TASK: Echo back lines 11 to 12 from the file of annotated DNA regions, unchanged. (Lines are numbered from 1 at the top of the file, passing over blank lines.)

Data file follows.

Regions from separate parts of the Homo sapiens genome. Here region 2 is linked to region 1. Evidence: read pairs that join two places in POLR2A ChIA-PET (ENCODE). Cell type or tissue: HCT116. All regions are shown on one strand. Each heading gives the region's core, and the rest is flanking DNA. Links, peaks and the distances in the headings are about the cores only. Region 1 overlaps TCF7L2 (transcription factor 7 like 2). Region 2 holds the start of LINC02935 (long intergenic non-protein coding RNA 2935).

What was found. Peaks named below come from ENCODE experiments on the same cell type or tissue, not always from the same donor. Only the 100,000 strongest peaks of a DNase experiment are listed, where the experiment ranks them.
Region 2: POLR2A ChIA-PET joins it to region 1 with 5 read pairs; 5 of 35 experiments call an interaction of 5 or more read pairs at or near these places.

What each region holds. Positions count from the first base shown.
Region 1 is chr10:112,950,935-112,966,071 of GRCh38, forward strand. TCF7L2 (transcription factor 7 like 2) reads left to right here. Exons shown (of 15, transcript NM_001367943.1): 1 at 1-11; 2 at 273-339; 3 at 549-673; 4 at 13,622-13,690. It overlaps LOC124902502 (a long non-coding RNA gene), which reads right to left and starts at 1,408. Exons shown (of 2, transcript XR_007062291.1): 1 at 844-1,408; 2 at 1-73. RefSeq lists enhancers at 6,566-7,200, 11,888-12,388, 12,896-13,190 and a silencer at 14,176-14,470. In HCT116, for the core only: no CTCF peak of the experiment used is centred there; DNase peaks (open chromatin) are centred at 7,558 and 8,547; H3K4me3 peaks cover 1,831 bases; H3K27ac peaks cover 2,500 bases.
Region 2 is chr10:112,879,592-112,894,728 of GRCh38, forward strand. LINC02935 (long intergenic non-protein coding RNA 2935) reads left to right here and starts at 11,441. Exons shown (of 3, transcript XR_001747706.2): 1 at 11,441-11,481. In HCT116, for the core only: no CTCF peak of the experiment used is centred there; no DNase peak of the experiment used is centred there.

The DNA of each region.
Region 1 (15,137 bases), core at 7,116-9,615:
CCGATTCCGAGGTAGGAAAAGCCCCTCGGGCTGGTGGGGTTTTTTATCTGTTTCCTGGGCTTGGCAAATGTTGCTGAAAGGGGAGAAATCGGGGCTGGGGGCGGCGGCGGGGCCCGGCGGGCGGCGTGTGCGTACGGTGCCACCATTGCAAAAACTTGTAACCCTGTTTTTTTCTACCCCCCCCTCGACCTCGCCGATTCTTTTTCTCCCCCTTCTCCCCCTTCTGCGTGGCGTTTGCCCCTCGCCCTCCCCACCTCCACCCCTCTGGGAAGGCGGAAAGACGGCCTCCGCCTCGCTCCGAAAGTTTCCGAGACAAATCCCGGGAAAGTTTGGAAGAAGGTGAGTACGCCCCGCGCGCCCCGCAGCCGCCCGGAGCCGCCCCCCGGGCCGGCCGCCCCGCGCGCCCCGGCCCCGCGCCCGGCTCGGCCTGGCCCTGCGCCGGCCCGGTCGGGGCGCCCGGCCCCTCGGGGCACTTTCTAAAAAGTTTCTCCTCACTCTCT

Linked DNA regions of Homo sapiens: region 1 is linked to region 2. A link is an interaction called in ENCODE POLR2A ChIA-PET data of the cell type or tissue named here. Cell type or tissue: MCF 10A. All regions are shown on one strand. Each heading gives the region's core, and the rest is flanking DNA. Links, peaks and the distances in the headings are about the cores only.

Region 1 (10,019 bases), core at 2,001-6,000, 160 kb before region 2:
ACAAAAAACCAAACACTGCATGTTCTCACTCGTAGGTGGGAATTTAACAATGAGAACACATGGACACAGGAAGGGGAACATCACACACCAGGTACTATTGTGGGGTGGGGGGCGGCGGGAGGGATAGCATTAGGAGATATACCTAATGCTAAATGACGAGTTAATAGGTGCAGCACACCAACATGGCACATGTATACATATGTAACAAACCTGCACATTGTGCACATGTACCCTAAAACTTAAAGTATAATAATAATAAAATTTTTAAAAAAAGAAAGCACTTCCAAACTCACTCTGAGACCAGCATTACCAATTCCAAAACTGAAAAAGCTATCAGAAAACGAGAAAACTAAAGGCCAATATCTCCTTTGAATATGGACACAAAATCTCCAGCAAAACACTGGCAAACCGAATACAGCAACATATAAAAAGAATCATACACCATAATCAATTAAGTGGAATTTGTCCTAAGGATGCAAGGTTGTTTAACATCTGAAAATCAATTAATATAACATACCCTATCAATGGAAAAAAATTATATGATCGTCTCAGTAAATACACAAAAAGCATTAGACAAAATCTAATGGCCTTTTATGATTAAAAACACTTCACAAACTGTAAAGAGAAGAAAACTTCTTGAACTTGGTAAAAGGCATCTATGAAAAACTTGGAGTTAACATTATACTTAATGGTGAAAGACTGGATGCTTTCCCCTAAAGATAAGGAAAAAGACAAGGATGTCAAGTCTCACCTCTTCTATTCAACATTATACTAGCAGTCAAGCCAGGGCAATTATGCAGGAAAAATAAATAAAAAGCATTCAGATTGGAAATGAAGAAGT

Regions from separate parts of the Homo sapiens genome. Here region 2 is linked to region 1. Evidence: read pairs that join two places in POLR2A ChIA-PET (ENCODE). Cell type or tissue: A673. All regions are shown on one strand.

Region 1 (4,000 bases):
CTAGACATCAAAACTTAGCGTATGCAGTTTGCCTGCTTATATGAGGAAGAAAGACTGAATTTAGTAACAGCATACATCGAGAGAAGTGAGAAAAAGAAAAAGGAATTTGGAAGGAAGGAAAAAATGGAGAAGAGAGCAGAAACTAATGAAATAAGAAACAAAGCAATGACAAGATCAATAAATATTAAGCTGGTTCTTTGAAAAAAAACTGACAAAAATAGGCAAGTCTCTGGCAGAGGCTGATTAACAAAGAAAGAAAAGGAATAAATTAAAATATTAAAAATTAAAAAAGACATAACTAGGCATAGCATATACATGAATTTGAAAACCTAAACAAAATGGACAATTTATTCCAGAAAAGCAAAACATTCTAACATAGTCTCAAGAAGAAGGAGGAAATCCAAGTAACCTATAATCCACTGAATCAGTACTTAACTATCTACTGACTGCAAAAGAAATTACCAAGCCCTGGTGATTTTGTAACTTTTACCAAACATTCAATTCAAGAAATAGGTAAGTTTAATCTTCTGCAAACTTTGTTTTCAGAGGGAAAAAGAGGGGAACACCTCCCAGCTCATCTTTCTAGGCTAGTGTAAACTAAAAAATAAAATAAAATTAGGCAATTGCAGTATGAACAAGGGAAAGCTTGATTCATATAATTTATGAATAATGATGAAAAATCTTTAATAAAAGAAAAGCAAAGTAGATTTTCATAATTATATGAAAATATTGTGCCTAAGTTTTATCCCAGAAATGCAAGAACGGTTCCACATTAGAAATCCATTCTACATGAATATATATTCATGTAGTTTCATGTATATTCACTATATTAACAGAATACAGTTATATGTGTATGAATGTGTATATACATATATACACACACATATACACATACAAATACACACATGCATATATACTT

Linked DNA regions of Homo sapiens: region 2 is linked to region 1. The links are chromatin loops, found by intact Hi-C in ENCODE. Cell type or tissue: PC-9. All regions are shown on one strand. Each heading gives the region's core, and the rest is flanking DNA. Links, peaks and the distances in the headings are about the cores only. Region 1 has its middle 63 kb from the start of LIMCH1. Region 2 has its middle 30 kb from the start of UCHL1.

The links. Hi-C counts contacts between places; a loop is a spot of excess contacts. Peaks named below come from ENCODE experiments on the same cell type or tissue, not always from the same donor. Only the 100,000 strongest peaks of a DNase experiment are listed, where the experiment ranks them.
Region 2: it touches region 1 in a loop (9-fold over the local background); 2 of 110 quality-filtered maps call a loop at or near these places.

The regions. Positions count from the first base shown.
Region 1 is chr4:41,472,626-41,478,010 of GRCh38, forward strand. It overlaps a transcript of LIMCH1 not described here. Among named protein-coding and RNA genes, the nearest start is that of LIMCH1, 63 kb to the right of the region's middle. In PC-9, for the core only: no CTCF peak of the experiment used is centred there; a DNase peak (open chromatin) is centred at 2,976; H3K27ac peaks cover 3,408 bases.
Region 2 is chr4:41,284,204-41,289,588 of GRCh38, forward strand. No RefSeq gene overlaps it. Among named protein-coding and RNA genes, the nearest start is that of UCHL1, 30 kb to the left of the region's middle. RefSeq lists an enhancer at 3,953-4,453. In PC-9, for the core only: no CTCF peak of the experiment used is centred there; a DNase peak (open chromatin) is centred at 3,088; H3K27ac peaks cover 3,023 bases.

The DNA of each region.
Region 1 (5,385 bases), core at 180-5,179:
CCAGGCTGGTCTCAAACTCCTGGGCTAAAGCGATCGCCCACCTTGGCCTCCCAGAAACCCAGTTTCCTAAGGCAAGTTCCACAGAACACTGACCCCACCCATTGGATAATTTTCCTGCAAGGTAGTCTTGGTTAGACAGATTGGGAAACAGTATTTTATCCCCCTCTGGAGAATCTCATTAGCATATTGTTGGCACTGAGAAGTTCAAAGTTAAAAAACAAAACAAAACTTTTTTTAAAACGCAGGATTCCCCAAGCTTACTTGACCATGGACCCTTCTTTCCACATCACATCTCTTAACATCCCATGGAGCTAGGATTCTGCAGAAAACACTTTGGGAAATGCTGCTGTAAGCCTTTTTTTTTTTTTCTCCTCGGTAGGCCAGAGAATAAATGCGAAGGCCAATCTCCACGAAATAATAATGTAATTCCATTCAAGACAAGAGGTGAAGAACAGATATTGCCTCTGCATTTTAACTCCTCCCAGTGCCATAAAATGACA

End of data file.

Region 1 (10,019 bases), core at 2,001-6,000, 160 kb before region 2:
ACAAAAAACCAAACACTGCATGTTCTCACTCGTAGGTGGGAATTTAACAATGAGAACACATGGACACAGGAAGGGGAACATCACACACCAGGTACTATTGTGGGGTGGGGGGCGGCGGGAGGGATAGCATTAGGAGATATACCTAATGCTAAATGACGAGTTAATAGGTGCAGCACACCAACATGGCACATGTATACATATGTAACAAACCTGCACATTGTGCACATGTACCCTAAAACTTAAAGTATAATAATAATAAAATTTTTAAAAAAAGAAAGCACTTCCAAACTCACTCTGAGACCAGCATTACCAATTCCAAAACTGAAAAAGCTATCAGAAAACGAGAAAACTAAAGGCCAATATCTCCTTTGAATATGGACACAAAATCTCCAGCAAAACACTGGCAAACCGAATACAGCAACATATAAAAAGAATCATACACCATAATCAATTAAGTGGAATTTGTCCTAAGGATGCAAGGTTGTTTAACATCTGAAAATCAATTAATATAACATACCCTATCAATGGAAAAAAATTATATGATCGTCTCAGTAAATACACAAAAAGCATTAGACAAAATCTAATGGCCTTTTATGATTAAAAACACTTCACAAACTGTAAAGAGAAGAAAACTTCTTGAACTTGGTAAAAGGCATCTATGAAAAACTTGGAGTTAACATTATACTTAATGGTGAAAGACTGGATGCTTTCCCCTAAAGATAAGGAAAAAGACAAGGATGTCAAGTCTCACCTCTTCTATTCAACATTATACTAGCAGTCAAGCCAGGGCAATTATGCAGGAAAAATAAATAAAAAGCATTCAGATTGGAAATGAAGAAGT